When we substitute Equation 15.13 and like expressions for the other gaseous components of the reaction into Equation 15.11, we obtain a general expression relating Kp and Kc:

The quantity Δn is the change in the number of moles of gas in the balanced chemical equation. It equals the sum of the coefficients of the gaseous products minus the sum of the coefficients of the gaseous reactants:

For example, in the reaction, there are two moles of product NO2 and one mole of reactant N2O4. Therefore, Δn = 2 – 1 = 1, and Kp = Kc(RT) for this reaction.

From Equation 15.14, we see that Kp = Kc only when the same number of moles of gas appears on both sides of the balanced chemical equation, so that Δn = 0.

SAMPLE EXERCISE 15.2 Converting between Kc and Kp

For the Haber process,

Kc = 9.60 at 300 °C. Calculate Kp for this reaction at this temperature.


Analyze We are given Kc for a reaction and asked to calculate Kp.

Plan The relationship between Kc and Kp is given by Equation 15.14. To apply that equation, we must determine Δn by comparing the number of moles of product with the number of moles of reactants (Equation 15.15).

Solve With 2 mol of gaseous products (2 NH3) and 4 mol of gaseous reactants (1 N2 + 3 H2), Δn= 2 Δ 4 = Δ2. (Remember that Δ functions are always based on products minus reactants.) The temperature is 273 + 300 = 573 K. The value for the ideal-gas constant, R, is 0.08206 L-atm/mol-K. Using Kc = 9.60, we therefore have


For the equilibrium at 1000 K. Calculate the value for Kp.

Answer: 0.335

Equilibrium Constants and Units

You may wonder why equilibrium constants are reported without units. The equilibrium constant is related to the kinetics of a reaction as well as to the thermodynamics. (We explore this latter connection in Chapter 19.) Equilibrium constants derived from thermodynamic measurements are defined in terms of activities rather than concentrations or partial pressures.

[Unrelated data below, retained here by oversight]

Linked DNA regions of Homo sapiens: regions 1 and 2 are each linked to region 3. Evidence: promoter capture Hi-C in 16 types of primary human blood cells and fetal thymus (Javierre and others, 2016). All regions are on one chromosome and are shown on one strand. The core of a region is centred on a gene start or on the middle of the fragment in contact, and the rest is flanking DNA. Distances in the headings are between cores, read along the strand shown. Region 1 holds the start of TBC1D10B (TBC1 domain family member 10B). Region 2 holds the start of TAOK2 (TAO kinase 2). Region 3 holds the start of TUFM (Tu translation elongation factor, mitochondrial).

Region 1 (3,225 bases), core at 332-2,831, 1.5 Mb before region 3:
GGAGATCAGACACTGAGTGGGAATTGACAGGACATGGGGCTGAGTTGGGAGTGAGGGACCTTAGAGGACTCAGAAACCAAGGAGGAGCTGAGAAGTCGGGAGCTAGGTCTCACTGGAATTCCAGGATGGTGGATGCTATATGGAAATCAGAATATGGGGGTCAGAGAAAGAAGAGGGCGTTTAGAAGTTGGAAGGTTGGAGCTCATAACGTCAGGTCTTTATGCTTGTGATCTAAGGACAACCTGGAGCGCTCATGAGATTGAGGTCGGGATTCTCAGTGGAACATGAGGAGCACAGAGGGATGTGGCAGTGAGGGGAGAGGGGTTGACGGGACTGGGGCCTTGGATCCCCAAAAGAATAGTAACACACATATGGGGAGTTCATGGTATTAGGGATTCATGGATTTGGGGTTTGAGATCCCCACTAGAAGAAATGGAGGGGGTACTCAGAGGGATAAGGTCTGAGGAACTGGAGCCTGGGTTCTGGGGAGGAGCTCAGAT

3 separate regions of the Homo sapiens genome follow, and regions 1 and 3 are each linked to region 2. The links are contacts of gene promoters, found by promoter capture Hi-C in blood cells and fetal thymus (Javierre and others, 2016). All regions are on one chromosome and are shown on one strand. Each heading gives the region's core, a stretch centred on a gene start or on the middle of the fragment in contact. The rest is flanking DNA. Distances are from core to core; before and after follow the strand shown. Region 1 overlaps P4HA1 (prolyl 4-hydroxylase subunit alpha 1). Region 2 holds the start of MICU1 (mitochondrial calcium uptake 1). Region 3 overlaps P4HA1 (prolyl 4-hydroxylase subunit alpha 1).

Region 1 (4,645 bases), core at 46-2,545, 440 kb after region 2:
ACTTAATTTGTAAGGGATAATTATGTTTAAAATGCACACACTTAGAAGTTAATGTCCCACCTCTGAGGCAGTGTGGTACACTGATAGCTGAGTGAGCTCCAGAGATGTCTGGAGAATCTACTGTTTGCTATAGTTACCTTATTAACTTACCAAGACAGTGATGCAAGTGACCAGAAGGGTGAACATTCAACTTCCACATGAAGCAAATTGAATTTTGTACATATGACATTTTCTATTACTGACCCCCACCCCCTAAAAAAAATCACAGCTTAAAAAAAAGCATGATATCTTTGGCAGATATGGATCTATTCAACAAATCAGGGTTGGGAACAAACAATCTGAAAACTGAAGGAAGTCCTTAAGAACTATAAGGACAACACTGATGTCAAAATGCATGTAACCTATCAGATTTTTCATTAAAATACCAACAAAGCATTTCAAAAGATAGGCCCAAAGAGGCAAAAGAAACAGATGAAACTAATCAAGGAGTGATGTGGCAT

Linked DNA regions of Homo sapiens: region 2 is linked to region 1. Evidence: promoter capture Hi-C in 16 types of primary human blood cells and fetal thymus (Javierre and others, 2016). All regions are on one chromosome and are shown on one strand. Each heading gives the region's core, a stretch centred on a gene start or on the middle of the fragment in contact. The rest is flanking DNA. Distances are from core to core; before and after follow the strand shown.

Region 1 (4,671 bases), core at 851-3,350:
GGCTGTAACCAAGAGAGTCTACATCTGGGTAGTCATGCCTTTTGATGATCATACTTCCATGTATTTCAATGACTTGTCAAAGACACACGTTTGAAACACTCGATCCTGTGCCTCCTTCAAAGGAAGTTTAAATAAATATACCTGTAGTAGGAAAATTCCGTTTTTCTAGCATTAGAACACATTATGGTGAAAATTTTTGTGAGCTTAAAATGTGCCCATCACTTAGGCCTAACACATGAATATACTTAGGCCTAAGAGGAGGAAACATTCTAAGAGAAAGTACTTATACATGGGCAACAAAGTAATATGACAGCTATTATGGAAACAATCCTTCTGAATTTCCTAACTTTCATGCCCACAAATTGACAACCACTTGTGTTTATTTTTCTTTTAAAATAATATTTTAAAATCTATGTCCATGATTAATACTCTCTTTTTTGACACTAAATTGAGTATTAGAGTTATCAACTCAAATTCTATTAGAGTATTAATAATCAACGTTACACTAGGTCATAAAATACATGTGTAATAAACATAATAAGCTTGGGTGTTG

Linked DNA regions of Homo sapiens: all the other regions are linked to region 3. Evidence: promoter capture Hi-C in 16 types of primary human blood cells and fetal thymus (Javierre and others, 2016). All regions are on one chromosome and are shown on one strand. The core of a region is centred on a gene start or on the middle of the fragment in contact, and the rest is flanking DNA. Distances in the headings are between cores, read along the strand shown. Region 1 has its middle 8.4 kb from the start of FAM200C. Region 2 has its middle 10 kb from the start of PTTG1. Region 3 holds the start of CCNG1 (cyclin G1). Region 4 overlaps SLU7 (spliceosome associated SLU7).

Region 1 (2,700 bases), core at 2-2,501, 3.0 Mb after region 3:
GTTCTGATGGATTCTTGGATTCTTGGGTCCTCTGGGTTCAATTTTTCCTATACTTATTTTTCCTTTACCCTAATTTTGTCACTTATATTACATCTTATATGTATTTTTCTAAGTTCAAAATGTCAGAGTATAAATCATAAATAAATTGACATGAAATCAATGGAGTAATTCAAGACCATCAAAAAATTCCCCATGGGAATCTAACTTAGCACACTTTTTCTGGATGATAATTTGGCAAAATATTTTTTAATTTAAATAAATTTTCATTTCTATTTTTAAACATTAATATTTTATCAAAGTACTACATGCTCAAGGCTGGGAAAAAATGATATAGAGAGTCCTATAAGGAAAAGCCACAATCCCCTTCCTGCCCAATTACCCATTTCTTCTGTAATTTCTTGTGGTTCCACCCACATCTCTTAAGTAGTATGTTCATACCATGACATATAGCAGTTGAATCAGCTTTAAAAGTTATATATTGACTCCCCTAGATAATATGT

The activity of any substance in an ideal mixture is the ratio of the concentration or pressure of the substance either to a reference concentration (1 M) or to a reference pressure (1 atm). For example, if the concentration of a substance in an equilibrium mixture is 0.010 M, its activity is 0.010 M/1 M = 0.010. The units of such ratios always cancel and, consequently, activities have no units. Furthermore, the numerical value of the activity equals the concentration. For pure solids and pure liquids, the situation is even simpler because the activities then merely equal 1 (again with no units).

In real systems, activities are also ratios that have no units. Even though these activities may not be exactly numerically equal to concentrations, we will ignore the differences. All we need to know at this point is that activities have no units. As a result, the thermodynamic equilibrium constants derived from them also have no units. It is therefore common practice to write all types of equilibrium constants without units, a practice that we adhere to in this text. In more advanced chemistry courses, you may make more rigorous distinctions between concentrations and activities.


If the concentration of N2O4 in an equilibrium mixture is 0.00140 M, what is its activity? (Assume the solution is ideal.)